Young kids like structure. You’ll hear it about parenting and it is true for content too.

Hollywood movies are generally very structured and they usually follow the same format you will read about in any number of scriptwriting books. Most regular adult viewers won’t be able to identify it consciously but ask someone 20 minutes before the end of a movie how long there is before the credits roll and most will be pretty good at guessing correctly. That is because they know where they are in the familiar traditional structure, having seen it play out in movies over and over across a lifetime.

When you are in the area of preschool content, your audience doesn’t yet have a clear preconception of how structure works. And they want to know. They certainly want to know when the story ends. It can be jarring for children when the end credits roll and it is a surprise to them – they didn’t quite think the story was finished. So you need to help them out with that.

This is one reason circular stories are great in preschool. End as you began but now with a new realisation or a key change. Bringing it back to the beginning can tie your story up very neatly and kids like that. It is also why a very clear format can help children. Dora the Explorer has the “We Did It” song towards the end of every single episode. As soon as kids hear that, they know the episode is coming to an end and they feel satisfied knowing they got the full story. Many other shows (including my own Planet Cosmo) now use similar song endings or key phrases that appear at the end of every episode. Many Peppa episodes end with the family falling over laughing or jumping in muddy puddles. That tells kids, okay now we’re done. Kids don’t want stories left in a limbo. They like their stories neatly packed away, as happens literally in the end sequence of Yo Gabba Gabba.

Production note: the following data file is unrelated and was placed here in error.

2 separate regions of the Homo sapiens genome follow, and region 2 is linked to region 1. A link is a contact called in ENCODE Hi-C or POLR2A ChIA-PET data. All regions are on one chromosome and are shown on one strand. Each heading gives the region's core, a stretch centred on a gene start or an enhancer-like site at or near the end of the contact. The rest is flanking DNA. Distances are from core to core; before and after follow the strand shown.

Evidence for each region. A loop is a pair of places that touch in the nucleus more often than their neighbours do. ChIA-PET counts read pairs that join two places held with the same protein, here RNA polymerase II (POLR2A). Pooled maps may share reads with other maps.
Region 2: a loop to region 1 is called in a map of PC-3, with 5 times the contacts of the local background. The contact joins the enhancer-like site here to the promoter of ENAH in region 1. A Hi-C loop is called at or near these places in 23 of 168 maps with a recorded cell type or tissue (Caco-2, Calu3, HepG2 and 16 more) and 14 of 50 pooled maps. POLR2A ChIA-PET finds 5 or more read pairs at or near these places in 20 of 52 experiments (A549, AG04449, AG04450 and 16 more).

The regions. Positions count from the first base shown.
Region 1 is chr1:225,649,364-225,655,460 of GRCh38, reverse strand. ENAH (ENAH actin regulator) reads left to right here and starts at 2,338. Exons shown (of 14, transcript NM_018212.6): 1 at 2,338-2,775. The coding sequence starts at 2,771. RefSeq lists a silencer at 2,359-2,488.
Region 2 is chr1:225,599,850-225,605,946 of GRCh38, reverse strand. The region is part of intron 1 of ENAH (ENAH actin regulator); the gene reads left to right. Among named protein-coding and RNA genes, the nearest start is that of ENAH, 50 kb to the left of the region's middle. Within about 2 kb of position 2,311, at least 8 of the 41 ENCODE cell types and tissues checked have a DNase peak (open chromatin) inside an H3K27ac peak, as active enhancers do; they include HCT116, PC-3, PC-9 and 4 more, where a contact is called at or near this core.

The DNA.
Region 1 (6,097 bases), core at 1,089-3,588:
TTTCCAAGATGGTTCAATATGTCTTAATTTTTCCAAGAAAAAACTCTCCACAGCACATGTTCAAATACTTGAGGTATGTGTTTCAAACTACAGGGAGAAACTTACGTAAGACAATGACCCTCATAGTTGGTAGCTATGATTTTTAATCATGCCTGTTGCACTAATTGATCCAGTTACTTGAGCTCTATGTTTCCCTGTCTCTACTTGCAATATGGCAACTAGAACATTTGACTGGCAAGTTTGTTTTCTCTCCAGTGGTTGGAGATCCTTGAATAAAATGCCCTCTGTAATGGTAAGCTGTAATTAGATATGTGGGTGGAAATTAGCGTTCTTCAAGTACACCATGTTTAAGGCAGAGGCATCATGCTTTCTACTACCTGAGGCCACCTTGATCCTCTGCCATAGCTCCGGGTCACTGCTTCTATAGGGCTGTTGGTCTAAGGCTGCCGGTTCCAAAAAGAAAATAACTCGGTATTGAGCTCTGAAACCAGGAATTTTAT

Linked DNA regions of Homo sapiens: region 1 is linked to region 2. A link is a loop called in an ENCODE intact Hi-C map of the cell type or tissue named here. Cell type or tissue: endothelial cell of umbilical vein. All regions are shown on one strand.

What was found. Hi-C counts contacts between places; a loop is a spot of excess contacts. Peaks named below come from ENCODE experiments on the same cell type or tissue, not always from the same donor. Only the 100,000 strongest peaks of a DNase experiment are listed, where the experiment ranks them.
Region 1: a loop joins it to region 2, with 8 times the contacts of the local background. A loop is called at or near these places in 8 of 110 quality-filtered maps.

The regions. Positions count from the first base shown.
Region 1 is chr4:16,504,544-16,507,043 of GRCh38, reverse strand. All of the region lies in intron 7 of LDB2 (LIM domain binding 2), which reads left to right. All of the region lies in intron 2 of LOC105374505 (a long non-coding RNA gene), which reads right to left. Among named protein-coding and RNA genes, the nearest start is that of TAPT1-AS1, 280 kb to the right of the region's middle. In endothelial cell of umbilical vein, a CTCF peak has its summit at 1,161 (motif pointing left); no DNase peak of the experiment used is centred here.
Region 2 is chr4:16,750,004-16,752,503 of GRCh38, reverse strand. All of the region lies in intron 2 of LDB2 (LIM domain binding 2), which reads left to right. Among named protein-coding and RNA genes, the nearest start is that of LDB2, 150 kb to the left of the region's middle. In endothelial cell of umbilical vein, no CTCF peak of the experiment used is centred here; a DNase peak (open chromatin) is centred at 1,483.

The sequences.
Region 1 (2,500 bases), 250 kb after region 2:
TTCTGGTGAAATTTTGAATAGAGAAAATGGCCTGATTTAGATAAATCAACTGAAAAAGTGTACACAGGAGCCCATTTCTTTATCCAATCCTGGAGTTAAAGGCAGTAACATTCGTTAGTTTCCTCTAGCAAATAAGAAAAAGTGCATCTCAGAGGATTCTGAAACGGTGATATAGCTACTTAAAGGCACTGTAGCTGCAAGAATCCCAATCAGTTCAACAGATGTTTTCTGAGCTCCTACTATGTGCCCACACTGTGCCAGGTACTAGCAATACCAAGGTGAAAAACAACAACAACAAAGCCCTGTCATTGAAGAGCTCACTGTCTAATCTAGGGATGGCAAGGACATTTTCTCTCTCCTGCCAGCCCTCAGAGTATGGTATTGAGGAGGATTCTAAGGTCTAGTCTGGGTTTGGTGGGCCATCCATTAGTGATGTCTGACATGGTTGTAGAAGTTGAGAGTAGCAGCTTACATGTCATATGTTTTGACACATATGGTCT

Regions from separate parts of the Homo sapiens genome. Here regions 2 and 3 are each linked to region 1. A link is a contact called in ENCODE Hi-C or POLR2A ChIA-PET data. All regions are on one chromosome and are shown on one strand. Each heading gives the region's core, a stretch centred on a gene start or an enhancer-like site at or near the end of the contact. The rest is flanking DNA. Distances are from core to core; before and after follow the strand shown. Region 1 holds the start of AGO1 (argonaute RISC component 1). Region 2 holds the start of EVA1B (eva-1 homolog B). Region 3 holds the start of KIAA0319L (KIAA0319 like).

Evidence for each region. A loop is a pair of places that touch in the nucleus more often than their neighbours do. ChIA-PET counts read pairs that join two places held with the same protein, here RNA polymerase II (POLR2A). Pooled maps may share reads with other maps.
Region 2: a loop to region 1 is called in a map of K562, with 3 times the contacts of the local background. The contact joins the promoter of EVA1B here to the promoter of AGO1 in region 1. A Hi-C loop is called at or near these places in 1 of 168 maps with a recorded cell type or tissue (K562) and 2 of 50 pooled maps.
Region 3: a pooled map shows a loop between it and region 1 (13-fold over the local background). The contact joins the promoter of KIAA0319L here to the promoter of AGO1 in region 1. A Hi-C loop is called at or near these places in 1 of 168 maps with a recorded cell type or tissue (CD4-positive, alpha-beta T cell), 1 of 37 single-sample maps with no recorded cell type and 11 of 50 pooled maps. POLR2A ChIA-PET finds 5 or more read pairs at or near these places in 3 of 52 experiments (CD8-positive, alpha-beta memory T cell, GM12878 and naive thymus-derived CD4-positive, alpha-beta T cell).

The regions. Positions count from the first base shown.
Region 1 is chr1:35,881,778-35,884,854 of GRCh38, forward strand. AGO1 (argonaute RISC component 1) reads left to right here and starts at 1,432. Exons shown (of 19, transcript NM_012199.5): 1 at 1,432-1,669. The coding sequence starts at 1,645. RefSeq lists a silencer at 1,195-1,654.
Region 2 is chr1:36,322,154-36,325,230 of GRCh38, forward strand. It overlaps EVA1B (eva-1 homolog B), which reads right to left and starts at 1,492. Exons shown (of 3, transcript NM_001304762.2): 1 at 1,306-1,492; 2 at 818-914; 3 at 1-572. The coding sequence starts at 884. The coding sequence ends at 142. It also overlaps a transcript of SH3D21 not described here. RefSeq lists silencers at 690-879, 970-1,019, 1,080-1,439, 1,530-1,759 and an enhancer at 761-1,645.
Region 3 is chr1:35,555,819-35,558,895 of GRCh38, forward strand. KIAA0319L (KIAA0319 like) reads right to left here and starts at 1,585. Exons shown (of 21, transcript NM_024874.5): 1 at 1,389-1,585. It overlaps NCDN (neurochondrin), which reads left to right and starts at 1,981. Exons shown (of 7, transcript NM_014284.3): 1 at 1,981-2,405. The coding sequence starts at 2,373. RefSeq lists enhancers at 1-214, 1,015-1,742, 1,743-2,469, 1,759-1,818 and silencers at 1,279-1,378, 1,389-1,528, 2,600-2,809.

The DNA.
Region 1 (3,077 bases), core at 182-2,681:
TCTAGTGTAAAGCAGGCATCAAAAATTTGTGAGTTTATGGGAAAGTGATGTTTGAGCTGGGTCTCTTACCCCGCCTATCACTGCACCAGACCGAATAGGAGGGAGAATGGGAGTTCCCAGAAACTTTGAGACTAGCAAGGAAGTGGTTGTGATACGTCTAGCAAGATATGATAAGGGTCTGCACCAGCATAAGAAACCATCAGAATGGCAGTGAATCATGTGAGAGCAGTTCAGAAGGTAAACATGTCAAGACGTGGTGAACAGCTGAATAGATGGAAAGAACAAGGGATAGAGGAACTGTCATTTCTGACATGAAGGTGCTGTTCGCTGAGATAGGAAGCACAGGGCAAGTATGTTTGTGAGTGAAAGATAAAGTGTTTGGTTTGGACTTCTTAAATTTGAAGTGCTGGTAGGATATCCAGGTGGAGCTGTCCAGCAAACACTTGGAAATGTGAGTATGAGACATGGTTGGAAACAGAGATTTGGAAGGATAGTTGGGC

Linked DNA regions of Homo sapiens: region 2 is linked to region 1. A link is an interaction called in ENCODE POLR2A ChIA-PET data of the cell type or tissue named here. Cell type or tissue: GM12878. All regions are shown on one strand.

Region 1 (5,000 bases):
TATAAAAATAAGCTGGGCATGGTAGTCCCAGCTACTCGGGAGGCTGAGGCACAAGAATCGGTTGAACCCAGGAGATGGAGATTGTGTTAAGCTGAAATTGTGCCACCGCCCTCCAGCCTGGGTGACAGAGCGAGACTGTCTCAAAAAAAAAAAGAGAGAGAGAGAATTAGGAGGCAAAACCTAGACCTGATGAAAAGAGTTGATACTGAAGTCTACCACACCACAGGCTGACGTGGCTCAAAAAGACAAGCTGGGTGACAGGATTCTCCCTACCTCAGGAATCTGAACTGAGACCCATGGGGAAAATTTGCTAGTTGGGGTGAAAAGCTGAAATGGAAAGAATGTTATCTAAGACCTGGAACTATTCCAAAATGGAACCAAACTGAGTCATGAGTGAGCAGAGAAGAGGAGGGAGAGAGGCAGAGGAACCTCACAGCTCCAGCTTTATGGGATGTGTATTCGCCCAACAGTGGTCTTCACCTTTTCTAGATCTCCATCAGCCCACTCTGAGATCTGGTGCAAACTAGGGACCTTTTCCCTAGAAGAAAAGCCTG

So no matter what form you are working in, when making content for preschool children try to signal your ending. End neatly and clearly. Leave them satisfied. Don’t leave them hanging.

One word of caution: don’t signal your ending too early. Once kids get it into their heads that the story is finished, they can disengage and go looking for the next story and your lovely warm epilogue will be drowned out by the argument of what to watch next.


When you’re creating for kids and assembling your characters, getting your balance right and making sure that each character fills a role that the others don’t (you do all that, right?), always consider the family dynamic. Are the characters literally a family? If not, do they slot nicely into family roles?

I began thinking of my characters as a family many, many years ago, even before I had built up practical experience in children’s content. What tipped me off to the importance of family was actually deconstructing sitcoms. A huge amount of sitcoms are family units. Even those that aren’t actually families still work as family units. They’re friends or even rivals or people who just put up with the other people but, in sitcoms, those relationships are usually much closer than in real life. In a family, many of the barriers we put up even with close friends are gone, so there’s an honesty there. You can very quickly establish the family pecking order and that helps us get into a show quicker. For example, Cheers was a dysfunctional family unit. As a result, we tend to buy into and relate to the frayed nerves that lead to so much of the comedy.